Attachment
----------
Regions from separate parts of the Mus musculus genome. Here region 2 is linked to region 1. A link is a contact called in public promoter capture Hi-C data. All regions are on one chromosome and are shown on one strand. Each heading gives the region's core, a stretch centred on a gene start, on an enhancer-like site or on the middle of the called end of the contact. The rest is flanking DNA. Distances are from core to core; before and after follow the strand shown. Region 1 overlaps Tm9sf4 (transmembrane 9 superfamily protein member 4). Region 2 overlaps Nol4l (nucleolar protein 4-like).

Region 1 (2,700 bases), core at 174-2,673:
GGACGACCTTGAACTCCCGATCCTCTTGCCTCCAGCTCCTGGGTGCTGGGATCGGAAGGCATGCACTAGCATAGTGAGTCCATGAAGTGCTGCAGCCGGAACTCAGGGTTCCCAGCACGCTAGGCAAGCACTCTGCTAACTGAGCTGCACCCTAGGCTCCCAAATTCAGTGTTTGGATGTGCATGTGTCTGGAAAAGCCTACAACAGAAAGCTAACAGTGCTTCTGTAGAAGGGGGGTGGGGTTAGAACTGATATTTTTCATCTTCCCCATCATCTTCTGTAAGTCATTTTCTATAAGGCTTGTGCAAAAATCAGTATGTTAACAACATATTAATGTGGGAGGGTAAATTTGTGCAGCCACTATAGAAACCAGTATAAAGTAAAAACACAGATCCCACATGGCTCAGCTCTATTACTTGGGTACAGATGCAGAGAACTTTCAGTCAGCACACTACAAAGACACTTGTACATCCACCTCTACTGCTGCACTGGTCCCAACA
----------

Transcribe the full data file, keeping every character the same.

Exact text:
Regions from separate parts of the Mus musculus genome. Here region 2 is linked to region 1. A link is a contact called in public promoter capture Hi-C data. All regions are on one chromosome and are shown on one strand. Each heading gives the region's core, a stretch centred on a gene start, on an enhancer-like site or on the middle of the called end of the contact. The rest is flanking DNA. Distances are from core to core; before and after follow the strand shown. Region 1 overlaps Tm9sf4 (transmembrane 9 superfamily protein member 4). Region 2 overlaps Nol4l (nucleolar protein 4-like).

Region 1 (2,700 bases), core at 174-2,673:
GGACGACCTTGAACTCCCGATCCTCTTGCCTCCAGCTCCTGGGTGCTGGGATCGGAAGGCATGCACTAGCATAGTGAGTCCATGAAGTGCTGCAGCCGGAACTCAGGGTTCCCAGCACGCTAGGCAAGCACTCTGCTAACTGAGCTGCACCCTAGGCTCCCAAATTCAGTGTTTGGATGTGCATGTGTCTGGAAAAGCCTACAACAGAAAGCTAACAGTGCTTCTGTAGAAGGGGGGTGGGGTTAGAACTGATATTTTTCATCTTCCCCATCATCTTCTGTAAGTCATTTTCTATAAGGCTTGTGCAAAAATCAGTATGTTAACAACATATTAATGTGGGAGGGTAAATTTGTGCAGCCACTATAGAAACCAGTATAAAGTAAAAACACAGATCCCACATGGCTCAGCTCTATTACTTGGGTACAGATGCAGAGAACTTTCAGTCAGCACACTACAAAGACACTTGTACATCCACCTCTACTGCTGCACTGGTCCCAACA